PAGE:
Cover image for Their promised land : my grandparents in love and war
Title:
Their promised land : my grandparents in love and war
Author:
Buruma, Ian.
Personal Author:
Publication Information:
New York, New York : Penguin Press, [2016]
Physical Description:
305 pages : illustrations, map ; 22 cm
Summary:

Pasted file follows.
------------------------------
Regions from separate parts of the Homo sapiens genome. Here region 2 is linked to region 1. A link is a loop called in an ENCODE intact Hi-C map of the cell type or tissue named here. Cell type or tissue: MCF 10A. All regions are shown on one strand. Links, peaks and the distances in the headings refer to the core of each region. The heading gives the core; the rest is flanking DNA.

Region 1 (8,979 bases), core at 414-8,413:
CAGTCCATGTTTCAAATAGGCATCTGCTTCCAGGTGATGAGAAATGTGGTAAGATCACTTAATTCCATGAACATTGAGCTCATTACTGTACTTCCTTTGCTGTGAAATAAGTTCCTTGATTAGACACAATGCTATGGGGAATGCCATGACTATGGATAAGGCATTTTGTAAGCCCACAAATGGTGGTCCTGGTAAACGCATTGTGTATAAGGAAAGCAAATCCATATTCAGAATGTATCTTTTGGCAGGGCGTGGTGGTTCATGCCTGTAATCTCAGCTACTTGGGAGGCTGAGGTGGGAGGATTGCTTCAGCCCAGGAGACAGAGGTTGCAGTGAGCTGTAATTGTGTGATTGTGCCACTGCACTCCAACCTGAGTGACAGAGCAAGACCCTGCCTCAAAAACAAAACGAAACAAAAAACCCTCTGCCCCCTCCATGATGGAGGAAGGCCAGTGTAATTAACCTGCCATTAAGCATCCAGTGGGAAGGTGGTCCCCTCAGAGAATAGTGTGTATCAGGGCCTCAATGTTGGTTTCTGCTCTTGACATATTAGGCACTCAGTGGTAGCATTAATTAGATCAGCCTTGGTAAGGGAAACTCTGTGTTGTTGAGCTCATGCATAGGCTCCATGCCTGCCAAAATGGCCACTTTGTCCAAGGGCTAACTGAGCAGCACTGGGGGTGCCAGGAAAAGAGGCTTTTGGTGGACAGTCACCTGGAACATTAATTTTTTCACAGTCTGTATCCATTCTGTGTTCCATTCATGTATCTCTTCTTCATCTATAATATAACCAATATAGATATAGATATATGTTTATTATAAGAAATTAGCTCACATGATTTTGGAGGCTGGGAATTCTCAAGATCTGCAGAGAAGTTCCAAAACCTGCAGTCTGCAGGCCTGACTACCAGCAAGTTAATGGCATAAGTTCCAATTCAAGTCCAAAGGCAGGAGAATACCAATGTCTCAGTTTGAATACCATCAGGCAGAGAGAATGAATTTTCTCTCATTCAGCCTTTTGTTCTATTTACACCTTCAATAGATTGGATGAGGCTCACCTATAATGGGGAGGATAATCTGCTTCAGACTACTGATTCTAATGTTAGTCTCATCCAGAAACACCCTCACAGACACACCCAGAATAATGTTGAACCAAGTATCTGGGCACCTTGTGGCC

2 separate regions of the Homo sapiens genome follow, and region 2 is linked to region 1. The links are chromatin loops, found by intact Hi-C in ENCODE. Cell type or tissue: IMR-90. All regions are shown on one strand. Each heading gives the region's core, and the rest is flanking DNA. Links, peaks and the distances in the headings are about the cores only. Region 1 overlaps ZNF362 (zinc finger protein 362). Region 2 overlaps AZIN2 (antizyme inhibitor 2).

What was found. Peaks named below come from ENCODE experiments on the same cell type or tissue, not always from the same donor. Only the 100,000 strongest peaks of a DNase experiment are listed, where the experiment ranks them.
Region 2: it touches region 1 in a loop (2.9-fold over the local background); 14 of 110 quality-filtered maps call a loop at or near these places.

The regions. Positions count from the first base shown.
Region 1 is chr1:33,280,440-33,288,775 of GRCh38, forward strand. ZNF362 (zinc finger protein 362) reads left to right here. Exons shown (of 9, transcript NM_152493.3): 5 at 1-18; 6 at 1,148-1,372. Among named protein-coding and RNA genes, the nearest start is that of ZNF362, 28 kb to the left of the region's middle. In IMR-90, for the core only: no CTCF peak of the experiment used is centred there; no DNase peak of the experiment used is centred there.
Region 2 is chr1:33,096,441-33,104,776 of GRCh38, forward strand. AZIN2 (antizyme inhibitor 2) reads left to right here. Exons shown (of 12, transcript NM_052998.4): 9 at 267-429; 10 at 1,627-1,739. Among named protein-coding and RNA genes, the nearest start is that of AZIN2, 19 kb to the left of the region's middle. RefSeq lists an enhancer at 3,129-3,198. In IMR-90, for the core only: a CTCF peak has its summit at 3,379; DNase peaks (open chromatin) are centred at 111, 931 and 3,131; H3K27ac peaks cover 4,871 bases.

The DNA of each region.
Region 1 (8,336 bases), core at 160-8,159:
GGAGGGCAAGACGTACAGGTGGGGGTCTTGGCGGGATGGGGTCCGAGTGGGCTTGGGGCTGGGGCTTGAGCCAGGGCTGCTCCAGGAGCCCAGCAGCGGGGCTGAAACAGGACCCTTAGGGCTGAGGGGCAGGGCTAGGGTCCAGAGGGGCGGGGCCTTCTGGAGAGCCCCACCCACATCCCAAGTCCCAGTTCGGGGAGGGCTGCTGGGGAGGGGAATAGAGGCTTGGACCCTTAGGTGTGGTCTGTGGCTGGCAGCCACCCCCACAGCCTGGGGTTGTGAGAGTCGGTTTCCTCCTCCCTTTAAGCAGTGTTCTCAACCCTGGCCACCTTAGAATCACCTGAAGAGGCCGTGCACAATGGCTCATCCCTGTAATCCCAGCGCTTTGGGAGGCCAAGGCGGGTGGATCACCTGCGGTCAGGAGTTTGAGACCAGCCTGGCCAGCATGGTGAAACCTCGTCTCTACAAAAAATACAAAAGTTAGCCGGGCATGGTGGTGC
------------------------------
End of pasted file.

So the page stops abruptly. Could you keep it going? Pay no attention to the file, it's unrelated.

"A family history of surpassing beauty and power: Ian Buruma's account of his grandparents' enduring love through the terror and separation of two world wars. During the almost six years England was at war with Nazi Germany, Winifred and Bernard Schlesinger, Ian Buruma's grandparents, and the film director John Schlesinger's parents, were, like so many others, thoroughly sundered from each other. Their only recourse was to write letters back and forth. And write they did, often every day. In a way they were just picking up where they left off in 1918, at the end of their first long separation because of the Great War that swept Bernard away to some of Europe's bloodiest battlefields. The thousands of letters between them were part of an inheritance that ultimately came into the hands of their grandson, Ian Buruma. Now, in a labor of love that is also a powerful act of artistic creation, Ian Buruma has woven his own voice in with theirs to provide the context and counterpoint necessary to bring to life, not just a remarkable marriage, but a class, and an age. Winifred and Bernard inherited the high European cultural ideals and attitudes that came of being born into prosperous German-Jewish emigre families. To young Ian, who would visit from Holland every Christmas, they seemed the very essence of England, their spacious Berkshire estate the model of genteel English country life at its most pleasant and refined. It wasn't until years later that he discovered how much more there was to the story. At its heart, Their Promised Land is the story of cultural assimilation. The Schlesingers were very British in the way their relatives in Germany were very German, until Hitler destroyed that option. The problems of being Jewish and facing anti-Semitism even in the country they loved were met with a kind of stoic discretion. But they showed solidarity when it mattered most. As the shadows of war lengthened again, the Schlesingers mounted a remarkable effort, which Ian Buruma describes movingly, to rescue twelve Jewish children from the Nazis and see to their upkeep in England. Many are the books that do bad marriages justice; precious few books take readers inside a good marriage. In Their Promised Land, Buruma has done just that; introducing us to a couple whose love was sustaining through the darkest hours of the century"--